ST. LOUIS — Known for its edginess and passion, the Joffrey Ballet has gathered works by three of the world’s most innovative choreographers and musicians in a program that challenges preconceived notions of ballet as an art form.
Coming to the Touhill Performing Arts Center for three performances on March 9 and 10, the Joffrey Ballet presents a program that the company’s artistic director, Ashley Wheater, hopes will shatter the stigma of people believing ballet is simply one-dimensional, conjuring images of only "The Nutcracker" at Christmastime.
"The Joffrey is one of the great dance companies and hasn’t performed from its repertoire here since 2001," said Michael Uthoff, the artistic and executive director of Dance St. Louis, who danced with the Joffrey in the 1960s.
"It’s nice to see how the company is changing and moving forward but also staying true to its roots: continuing to connect with its audience in terms of physicality and presenting dance as sophisticated but devoid of pretentiousness," he said.
The program includes two new works and a highly influential one that has become a modern classic in the past quarter-century.
Commissioned by Wheater, Edwaard Liang choreographed the sumptuous piece, "Age of Innocence" (2008), for the company from a score by minimalist composer Phillip Glass. Liang’s inspiration was the 19th century ballroom of Jane Austen’s heroines, where the mere touch of a hand suggested great breadth of emotion: passion, love, longing and even frustration.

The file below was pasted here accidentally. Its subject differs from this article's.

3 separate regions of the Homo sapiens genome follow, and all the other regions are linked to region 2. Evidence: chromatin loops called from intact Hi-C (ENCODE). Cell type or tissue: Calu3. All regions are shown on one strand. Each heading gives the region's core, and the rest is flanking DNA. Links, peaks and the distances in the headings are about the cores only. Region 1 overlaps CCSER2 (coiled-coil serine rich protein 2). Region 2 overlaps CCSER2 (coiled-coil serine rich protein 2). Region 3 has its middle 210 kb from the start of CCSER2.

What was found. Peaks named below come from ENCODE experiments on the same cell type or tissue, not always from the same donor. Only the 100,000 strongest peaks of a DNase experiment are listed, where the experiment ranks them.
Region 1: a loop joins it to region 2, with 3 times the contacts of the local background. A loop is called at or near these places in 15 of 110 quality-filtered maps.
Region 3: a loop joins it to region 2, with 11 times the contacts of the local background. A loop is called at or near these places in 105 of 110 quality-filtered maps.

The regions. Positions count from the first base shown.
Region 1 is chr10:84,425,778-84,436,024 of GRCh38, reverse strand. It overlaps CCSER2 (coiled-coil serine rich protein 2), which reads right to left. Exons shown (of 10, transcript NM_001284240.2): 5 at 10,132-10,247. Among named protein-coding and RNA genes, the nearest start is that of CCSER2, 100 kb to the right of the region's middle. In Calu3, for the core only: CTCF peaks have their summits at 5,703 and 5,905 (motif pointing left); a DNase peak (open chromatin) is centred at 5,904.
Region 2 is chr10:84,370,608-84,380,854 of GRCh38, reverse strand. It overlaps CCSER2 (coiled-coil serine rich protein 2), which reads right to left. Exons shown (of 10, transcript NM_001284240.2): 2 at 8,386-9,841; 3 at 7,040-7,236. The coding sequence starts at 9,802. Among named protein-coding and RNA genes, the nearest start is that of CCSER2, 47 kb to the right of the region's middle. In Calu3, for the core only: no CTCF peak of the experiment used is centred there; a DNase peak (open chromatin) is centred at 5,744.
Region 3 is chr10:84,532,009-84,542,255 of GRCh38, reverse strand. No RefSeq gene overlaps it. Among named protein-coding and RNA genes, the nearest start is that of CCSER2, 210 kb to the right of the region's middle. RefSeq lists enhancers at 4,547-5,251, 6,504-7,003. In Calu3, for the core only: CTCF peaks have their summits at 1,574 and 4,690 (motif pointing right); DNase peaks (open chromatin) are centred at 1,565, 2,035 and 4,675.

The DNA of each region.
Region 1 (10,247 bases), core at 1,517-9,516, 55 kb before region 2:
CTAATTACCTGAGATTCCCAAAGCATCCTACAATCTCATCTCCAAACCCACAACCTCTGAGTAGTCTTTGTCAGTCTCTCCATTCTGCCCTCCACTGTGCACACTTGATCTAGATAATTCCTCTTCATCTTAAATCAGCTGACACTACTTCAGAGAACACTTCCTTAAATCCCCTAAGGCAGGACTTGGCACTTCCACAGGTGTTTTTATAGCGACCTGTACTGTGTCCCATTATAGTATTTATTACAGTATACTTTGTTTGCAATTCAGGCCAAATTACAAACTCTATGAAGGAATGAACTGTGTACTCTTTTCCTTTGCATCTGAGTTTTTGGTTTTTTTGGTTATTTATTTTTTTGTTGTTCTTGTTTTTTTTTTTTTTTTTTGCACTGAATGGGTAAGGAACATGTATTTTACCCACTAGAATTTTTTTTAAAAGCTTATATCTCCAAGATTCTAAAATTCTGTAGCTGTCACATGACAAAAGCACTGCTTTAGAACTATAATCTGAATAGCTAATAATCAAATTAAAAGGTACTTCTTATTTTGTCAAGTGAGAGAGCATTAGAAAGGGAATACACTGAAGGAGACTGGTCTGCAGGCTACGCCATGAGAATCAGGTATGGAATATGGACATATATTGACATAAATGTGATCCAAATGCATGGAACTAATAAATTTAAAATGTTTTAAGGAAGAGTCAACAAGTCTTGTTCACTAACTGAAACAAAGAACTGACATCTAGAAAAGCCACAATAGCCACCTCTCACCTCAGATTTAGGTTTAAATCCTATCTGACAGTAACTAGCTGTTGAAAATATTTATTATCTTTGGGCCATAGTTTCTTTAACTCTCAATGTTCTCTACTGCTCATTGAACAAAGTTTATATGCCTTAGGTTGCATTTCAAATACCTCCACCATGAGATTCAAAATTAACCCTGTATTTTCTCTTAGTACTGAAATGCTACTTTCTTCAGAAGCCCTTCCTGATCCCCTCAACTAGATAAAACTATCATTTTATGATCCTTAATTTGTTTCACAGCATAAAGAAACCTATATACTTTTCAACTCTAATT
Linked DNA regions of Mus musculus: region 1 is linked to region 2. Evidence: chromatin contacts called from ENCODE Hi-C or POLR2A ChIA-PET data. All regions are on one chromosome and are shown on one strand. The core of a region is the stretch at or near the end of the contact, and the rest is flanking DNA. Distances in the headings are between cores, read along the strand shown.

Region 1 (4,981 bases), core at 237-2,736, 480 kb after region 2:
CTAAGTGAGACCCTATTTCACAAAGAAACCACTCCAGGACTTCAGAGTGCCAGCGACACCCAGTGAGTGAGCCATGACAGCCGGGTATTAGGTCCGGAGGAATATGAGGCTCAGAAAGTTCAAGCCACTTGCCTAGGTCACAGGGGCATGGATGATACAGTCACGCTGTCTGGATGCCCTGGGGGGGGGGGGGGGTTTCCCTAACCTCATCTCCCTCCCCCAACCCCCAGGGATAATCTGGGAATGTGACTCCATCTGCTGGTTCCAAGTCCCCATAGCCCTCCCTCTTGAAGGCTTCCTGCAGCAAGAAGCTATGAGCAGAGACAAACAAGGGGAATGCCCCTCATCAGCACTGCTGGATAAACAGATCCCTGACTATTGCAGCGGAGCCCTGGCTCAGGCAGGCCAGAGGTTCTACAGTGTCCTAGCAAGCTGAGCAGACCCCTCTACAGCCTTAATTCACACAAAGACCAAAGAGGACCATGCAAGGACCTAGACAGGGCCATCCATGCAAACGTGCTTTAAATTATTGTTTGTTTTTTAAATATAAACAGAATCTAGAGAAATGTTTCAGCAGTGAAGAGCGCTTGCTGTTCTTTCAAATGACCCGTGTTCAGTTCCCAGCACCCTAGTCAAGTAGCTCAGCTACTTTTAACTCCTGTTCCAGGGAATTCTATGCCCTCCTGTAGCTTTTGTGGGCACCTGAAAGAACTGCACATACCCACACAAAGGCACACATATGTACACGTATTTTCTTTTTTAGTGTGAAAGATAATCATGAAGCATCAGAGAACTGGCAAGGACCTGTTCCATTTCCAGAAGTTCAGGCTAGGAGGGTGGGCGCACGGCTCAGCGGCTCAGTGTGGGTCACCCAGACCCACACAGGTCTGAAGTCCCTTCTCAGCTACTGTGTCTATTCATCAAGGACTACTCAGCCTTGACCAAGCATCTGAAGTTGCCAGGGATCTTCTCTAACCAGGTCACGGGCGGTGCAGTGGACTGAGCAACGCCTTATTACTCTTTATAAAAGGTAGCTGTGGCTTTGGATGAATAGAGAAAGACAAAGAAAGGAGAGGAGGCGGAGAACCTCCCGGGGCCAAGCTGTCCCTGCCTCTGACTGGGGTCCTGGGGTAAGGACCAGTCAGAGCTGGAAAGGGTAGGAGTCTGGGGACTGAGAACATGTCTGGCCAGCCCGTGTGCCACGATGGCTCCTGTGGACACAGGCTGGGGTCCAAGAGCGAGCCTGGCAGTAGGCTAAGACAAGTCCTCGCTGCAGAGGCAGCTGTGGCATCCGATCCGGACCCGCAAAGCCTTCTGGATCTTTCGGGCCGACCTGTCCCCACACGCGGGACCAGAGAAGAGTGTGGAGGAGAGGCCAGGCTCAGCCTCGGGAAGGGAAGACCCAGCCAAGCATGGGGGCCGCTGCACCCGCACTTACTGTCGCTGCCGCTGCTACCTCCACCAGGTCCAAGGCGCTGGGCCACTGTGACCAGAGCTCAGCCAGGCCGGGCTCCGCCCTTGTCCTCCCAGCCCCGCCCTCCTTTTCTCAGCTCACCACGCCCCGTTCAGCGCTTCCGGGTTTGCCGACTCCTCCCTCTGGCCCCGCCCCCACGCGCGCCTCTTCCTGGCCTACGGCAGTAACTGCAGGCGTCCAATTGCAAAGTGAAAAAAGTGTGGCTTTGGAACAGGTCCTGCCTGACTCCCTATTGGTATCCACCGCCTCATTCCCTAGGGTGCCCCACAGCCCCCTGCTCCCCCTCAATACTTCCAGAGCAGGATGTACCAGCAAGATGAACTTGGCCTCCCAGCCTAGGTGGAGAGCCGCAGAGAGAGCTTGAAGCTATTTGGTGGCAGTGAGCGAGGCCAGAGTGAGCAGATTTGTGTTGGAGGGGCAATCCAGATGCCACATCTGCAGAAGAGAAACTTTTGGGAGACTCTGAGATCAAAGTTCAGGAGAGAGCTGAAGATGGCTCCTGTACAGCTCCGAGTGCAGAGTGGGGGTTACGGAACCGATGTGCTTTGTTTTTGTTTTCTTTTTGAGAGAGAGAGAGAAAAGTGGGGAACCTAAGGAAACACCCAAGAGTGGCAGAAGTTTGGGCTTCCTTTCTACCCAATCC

"Liang has reshaped country dance in a very beautiful way and has made it a contemporary idea," Wheater said. "But it’s not pretty."
The middle piece, British choreographer Christopher Wheeldon’s "After the Rain" (2010), set to the classical music of Arvo Pärt, is in two sections that are strikingly different in tone. The first suggests a bold urgency, characterized by intricate lifts; the second shifts to a slower pace with a more tender tone.
The explosive "In the Middle, Somewhat Elevated" (1987), choreographed by American William Forsythe set to an electronic-punk score by Thom Willems, is considered a masterpiece of contemporary ballet. The dancers’ positions are skewed, and duets are deliberately pulled off-balance, furthering an "aesthetic of randomness."
"Forsythe really took the technique of classical ballet to a different place in this piece," Wheater said. "It was absolutely groundbreaking, emphasizing a more physical way of telling a story, and Forsythe continues to have great influence on choreographers like Liang and Wheeldon."
Wheater said that these choreographers have kept ballet a relevant art form by pushing it forward and making it more of an expressive idiom.
Founded in 1956 by Robert Joffrey and Gerald Arpino, the company is known for pioneering experimental pieces while also continuing to perform classical, important works that have had a transformational impact on the ballet world.
"We want to show the depth of our company," Wheater said. "Ballet is a journey, and people need to come and take it in.
"The world of dance is quite ephemeral, and people need to be there in the moment that it’s happening with the dancers," he continued. "I know it will be truly moving."
Tickets for the 2 p.m. Saturday matinee cost $40; evening tickets for 8 p.m. Friday and Saturday range from $40 to $60. The Touhill Performing Arts Center is located on the University of Missouri-St. Louis campus.
Wheater and Uthoff will host a free program, "Speaking of Dance," in the Touhill’s Terrace Lobby at 7:15 p.m., prior to the 8 p.m. performances, and at 1:15 p.m. prior to the Saturday 2 p.m. performance. They also will host an informal post-performance conversation, "Speak Easy," also in the Terrace Lobby, immediately after the shows.
For more information, call the box office at (314) 534-6622, Monday through Friday, 9:30 a.m. to 4:30 p.m., or visit www.dancestlouis.org.
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